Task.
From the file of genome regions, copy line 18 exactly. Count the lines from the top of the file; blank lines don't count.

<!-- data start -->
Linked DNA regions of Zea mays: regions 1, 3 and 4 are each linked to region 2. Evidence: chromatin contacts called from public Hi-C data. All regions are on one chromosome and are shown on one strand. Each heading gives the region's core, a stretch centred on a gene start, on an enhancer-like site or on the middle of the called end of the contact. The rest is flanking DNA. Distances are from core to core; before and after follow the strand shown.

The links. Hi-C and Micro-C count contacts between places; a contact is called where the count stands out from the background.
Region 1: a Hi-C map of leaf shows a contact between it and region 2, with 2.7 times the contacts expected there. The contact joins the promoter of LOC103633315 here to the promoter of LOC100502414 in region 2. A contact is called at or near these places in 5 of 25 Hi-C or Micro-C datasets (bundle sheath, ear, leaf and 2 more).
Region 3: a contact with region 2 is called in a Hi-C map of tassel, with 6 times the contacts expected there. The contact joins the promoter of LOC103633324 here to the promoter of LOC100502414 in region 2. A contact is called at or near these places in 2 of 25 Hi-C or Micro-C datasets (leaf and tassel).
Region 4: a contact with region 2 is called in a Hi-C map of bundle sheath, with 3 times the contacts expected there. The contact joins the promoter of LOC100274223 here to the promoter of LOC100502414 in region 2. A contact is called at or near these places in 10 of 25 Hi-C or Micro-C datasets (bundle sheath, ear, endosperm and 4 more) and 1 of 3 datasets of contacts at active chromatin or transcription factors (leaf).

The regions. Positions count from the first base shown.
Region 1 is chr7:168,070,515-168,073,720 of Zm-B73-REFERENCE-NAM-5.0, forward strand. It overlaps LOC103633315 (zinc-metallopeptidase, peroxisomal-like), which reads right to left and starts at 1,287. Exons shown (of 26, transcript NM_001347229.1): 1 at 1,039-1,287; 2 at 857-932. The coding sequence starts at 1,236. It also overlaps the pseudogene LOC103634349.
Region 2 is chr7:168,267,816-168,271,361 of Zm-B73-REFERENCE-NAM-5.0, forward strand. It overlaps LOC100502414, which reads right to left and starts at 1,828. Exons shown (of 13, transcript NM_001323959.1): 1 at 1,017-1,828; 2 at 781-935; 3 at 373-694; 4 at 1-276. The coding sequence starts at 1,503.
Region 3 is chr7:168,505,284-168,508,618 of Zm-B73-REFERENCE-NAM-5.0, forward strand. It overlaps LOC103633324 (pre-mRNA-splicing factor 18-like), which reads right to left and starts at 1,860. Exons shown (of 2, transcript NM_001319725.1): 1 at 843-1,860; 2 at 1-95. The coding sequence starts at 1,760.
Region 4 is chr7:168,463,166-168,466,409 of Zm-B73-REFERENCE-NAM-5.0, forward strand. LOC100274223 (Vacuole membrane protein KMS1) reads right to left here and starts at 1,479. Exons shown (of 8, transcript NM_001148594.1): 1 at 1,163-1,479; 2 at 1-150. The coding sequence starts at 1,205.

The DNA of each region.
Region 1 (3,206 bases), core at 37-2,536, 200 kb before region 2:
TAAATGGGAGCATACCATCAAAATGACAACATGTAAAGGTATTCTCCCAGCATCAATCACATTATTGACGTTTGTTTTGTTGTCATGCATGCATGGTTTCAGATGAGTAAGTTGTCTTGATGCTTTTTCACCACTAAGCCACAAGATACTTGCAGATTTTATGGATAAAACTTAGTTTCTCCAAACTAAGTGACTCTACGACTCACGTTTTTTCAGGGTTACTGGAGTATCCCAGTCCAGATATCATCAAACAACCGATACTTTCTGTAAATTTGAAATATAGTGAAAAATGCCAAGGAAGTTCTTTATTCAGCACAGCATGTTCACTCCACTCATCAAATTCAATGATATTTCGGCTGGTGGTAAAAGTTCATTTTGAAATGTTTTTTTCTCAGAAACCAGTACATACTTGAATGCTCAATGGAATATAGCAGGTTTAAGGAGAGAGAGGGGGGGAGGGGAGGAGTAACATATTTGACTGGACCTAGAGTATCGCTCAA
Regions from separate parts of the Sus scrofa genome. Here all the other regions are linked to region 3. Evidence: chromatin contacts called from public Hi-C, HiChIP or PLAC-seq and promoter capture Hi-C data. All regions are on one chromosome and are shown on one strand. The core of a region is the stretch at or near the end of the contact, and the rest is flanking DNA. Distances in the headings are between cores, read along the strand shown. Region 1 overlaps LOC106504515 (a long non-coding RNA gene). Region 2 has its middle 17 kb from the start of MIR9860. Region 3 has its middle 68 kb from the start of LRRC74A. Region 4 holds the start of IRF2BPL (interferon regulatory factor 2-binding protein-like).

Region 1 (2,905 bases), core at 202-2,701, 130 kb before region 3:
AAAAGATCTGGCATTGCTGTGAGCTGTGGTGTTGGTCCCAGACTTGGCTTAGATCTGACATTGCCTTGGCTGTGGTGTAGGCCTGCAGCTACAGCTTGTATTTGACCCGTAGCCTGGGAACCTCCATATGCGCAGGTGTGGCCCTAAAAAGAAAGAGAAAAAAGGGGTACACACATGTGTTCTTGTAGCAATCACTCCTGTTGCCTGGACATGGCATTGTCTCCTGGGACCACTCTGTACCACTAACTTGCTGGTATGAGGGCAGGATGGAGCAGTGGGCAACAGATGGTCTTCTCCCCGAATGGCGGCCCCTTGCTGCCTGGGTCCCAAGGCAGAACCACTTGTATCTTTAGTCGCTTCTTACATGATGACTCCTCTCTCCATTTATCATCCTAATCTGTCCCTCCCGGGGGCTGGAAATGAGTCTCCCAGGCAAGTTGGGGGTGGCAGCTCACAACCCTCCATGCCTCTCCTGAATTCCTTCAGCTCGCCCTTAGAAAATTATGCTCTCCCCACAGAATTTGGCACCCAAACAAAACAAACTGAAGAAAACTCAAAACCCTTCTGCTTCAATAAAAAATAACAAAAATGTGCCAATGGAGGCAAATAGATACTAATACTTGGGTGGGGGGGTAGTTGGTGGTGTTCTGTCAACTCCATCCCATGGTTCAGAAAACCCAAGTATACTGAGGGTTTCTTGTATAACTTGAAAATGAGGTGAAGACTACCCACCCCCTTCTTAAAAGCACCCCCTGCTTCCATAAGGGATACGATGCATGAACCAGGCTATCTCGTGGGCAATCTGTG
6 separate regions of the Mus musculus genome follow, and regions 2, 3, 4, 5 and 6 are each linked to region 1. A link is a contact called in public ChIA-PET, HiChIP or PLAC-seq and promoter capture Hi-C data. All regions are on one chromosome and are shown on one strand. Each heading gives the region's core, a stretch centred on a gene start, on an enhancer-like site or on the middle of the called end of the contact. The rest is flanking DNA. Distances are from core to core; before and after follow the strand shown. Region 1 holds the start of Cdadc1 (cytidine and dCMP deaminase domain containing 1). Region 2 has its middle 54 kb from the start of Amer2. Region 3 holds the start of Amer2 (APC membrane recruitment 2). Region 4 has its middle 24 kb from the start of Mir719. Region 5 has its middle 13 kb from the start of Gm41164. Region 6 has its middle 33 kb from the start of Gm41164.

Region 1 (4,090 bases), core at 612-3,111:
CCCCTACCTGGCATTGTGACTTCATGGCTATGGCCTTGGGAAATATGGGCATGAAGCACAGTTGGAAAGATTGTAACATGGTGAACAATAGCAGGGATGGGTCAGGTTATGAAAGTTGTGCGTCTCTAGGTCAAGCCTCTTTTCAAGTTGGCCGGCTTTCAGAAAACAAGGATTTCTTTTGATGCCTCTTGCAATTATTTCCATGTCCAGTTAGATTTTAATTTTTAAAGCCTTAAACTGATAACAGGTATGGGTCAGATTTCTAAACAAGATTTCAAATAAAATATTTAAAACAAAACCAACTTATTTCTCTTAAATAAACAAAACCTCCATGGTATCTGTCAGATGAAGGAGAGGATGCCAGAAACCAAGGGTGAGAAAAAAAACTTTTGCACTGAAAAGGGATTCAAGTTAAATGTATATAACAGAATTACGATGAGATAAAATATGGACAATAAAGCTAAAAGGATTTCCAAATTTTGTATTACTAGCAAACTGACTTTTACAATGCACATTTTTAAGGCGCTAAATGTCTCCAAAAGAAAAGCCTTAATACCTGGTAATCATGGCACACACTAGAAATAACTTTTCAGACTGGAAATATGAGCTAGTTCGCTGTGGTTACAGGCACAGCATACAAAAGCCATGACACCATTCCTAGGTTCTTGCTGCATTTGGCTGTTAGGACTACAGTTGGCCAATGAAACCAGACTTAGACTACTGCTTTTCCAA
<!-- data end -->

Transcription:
Region 1 (4,090 bases), core at 612-3,111: